Solution providers can create products, services, and technologies that address the needs and challenges faced by women in the industry, promoting gender equality and inclusivity. This is only possible by ensuring equal representation of women in leadership. Data by the UN in 2022 shows that only one in five professionals in AI is a woman. As the impact of AI on society continues to grow, women’s needs and perspectives may be overlooked in the design of products that impact their daily lives if they are not equally represented. Finally, recruiters can proactively seek out talented women candidates through targeted outreach efforts, partnerships with women-focused organizations, and by attending events and conferences that cater to women in the industry. Additionally, implementing fair and unbiased hiring practices to ensure that women candidates have equal opportunities to secure leadership roles is of equal importance.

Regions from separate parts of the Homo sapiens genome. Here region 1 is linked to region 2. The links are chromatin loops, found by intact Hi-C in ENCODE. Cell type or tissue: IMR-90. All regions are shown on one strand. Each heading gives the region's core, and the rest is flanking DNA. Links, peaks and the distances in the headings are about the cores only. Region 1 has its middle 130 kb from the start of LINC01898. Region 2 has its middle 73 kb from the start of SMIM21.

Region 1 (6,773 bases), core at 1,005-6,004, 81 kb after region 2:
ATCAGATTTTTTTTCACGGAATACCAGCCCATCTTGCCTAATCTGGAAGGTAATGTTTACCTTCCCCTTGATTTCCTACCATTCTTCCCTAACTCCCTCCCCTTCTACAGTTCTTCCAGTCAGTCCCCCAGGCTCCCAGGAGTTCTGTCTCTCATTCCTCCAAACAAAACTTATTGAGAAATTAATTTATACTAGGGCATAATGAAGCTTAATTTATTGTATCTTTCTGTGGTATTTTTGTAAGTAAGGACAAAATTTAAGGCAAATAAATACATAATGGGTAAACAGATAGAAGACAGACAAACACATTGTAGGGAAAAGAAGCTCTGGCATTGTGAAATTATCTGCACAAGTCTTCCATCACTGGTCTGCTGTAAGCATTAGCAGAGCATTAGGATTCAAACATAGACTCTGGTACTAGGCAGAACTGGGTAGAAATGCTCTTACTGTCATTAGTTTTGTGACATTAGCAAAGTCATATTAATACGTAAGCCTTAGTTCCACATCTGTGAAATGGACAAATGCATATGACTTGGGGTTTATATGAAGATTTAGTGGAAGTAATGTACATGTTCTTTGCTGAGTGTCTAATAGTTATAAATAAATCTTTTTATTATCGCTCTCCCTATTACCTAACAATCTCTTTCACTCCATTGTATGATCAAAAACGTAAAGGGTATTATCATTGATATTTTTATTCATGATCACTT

How famous is mentorship in this sector particularly? Is it something that aspiring amateurs today can look into when considering this field of work?
Ayesha Sodha: Mentorship is a topic that many companies discuss but few implement - typically seen in larger and more established corporations. This discrepancy arises due to understandable reasons, including the fact that start-ups are primarily focused on survival during their initial stages. However, there comes a point (although undefined) when a company would benefit more from investing effort into retaining their existing staff, as training can be resource-intensive. In a start-up environment, mentorship becomes particularly valuable in developing the skills of current employees, especially since they often take on significant responsibilities for which they may not have been fully prepared.